New Books: Liminality, Hybridity, and American Women’s Literature Thresholds in Women’s Writing (2015 SSAWW Conference)

Editors:  Kristin J. Jacobson, Kristin Allukian,  Rickie-Anne Legleitner, and Leslie Allison

Liminality, Hyrbridity, & American Women’s Literature: Thresholds in Women’s Writing

Palgrave Macmillan, 2018



This book is available in print and digital formats:

This collection grows out of the 2015 SSAWW Conference and is dedicated to the Society for the Study of American Women Writers and conference organizers, Rita Bode, Dick Ellis, Beth Lueck, Miranda Green-Barteet, Leslie Allison, and Rickie-Ann Legleitner.

This book highlights the multiplicity of American women’s writing related to liminality and hybridity from its beginnings to the contemporary moment. Often informed by notions of crossing, intersectionality, transition, and transformation, these concepts as they appear in American women’s writing contest as well as perpetuate exclusionary practices involving class, ethnicity, gender, race, religion, and sex, among other variables. The collection’s introduction, three unit introductions, fourteen individual essays, and afterward facilitate a process of encounters, engagements, and conversations within, between, among, and across the rich polyphony that constitutes the creative acts of American women writers. The contributors offer fresh perspectives on canonical writers as well as introduce readers to new authors. As a whole, the collection demonstrates American women’s writing is “threshold writing,” or writing that occupies a liminal, hybrid space that both delimits borders and offers enticing openings.


New Books: Iola Leroy, edited by Koritha Mitchell

Edited by: Koritha Mitchell

Novel by Frances E. W. Harper

Iola Leroy; or Shadows Uplifted

Broadview Press, 2018

This book is available in print and digital formats:

Frances Harper’s fourth novel follows the life of the beautiful, light-skinned Iola Leroy to tell the story of black families in slavery, during the Civil War, and after Emancipation. Iola Leroy adopts and adapts three genres that commanded significant audiences in the nineteenth century: the sentimental romance, the slave narrative, and plantation fiction. Written by the foremost black woman activist of the nineteenth century, the novel sheds light on the movements for abolition, public education, and voting rights through a compelling narrative.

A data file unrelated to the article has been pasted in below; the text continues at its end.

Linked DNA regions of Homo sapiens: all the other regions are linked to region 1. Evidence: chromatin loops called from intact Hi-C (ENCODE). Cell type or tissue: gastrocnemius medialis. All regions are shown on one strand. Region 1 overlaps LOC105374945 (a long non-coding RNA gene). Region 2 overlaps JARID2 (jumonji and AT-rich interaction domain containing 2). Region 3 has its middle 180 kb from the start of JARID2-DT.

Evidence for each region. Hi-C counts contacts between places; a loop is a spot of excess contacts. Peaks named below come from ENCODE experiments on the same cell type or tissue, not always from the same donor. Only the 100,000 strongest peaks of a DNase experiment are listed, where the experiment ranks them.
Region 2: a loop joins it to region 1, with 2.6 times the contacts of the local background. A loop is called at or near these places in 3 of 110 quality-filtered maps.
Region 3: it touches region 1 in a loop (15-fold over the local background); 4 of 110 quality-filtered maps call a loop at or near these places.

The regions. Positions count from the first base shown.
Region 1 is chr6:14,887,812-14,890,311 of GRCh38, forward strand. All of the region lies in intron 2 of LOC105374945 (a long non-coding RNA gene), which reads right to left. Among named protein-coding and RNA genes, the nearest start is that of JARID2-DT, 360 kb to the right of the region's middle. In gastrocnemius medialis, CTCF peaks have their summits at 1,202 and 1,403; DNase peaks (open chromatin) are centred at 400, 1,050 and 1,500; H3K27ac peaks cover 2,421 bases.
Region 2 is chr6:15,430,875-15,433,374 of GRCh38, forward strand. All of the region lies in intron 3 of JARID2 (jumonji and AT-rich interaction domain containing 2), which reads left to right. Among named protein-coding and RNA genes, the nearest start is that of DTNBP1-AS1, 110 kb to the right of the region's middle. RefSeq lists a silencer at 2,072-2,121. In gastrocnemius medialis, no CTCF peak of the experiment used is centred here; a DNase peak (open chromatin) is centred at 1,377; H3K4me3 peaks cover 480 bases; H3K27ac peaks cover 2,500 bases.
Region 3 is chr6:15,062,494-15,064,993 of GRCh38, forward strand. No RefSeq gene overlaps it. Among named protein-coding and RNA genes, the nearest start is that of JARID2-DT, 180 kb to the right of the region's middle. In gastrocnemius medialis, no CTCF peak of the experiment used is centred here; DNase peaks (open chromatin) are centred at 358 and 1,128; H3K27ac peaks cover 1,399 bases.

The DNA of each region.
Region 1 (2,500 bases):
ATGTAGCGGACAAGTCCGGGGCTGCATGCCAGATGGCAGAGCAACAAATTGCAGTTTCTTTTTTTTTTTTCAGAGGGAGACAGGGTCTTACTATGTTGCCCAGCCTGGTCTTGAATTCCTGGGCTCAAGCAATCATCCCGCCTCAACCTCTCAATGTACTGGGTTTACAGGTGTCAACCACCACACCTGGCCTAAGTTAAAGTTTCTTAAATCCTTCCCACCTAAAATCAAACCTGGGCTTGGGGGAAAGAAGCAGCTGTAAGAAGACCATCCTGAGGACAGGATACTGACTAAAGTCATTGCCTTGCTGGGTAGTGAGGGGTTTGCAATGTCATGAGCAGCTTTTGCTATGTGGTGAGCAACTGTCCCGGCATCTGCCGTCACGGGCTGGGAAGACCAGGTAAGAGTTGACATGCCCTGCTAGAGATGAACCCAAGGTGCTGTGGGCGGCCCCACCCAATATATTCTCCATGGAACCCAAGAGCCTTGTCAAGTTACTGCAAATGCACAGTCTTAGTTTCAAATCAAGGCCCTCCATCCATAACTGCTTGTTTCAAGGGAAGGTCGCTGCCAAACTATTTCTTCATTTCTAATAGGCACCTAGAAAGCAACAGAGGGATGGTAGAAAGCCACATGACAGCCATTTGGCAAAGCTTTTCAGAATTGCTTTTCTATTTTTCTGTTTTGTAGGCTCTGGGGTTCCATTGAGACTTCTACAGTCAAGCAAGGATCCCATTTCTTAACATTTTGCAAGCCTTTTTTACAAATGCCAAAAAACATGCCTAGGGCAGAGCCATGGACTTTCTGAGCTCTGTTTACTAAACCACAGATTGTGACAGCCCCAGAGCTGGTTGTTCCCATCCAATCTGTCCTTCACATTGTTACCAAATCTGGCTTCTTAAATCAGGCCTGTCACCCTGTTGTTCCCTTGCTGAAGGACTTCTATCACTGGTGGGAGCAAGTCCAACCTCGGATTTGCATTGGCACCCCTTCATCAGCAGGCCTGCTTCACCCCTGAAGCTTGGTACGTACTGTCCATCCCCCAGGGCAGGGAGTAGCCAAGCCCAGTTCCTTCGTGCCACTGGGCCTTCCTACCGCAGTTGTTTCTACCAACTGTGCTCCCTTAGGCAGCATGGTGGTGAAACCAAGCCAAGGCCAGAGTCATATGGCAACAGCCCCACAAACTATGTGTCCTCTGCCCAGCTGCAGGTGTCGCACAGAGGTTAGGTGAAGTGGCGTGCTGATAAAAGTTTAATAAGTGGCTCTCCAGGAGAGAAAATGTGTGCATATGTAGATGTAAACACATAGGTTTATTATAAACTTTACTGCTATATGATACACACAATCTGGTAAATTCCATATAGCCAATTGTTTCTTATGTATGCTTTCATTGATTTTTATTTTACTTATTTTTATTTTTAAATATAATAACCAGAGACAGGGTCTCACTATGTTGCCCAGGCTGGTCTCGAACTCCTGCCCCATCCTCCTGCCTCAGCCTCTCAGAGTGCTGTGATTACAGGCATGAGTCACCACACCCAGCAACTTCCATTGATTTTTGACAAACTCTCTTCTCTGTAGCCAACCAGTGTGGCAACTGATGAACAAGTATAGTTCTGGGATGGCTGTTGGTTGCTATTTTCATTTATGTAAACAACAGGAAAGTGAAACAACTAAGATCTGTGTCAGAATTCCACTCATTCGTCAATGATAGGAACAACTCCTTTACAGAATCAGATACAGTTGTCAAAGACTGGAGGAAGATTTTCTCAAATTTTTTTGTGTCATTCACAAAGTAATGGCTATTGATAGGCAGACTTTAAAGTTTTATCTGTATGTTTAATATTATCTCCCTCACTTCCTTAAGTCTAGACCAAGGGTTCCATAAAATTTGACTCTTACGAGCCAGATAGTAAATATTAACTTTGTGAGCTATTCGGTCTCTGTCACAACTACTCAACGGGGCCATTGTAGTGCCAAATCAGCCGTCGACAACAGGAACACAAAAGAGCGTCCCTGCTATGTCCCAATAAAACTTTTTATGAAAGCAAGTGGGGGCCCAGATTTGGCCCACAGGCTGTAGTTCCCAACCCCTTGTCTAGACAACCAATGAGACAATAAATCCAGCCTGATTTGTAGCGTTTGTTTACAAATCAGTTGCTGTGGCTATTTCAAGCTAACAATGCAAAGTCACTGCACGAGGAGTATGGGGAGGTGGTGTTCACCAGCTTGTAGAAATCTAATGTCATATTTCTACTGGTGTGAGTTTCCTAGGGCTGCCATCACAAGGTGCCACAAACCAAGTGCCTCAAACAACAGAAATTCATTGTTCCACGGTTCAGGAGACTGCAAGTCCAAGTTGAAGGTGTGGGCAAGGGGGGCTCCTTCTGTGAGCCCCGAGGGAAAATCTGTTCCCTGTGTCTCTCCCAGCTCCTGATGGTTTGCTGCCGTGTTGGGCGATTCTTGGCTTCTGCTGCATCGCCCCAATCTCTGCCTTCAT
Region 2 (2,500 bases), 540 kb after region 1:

This edition engages the latest research on Harper’s life and work and offers ways to teach these major moments in United States history by centering the experiences of African Americans. The appendices provide primary documents that help readers do what they are seldom encouraged to do: consider the experiences and perspectives of people who are not white. The Introduction traces Harper’s biography and the changing critical perspectives on the novel. (Description from Broadview Press)

New Books: Migrating Fictions: Gender, Race, and Citizenship in U.S. Internal Displacements by Abigail G. H. Manzella

Abigail G. H. Manzella

Migrating Fictions: Gender, Race, and Citizenship in U.S. Internal Displacements

The Ohio State University Press, 2018.

The book is available in hardback, paper, and digital editions:

Migrating Fictions analyzes the role of race, gender, and citizenship in the major internal displacements of the twentieth century in history and in narrative. Surveying the particular tactics employed by the United States during the Great Migration, the Dust Bowl, the Japanese American incarceration, and the migrant labor of the Southwest, Abigail G. H. Manzella reveals how the country’s past is imbued with governmentally (en)forced movements that diminished access to full citizenship rights for the laboring class, people of color, and women.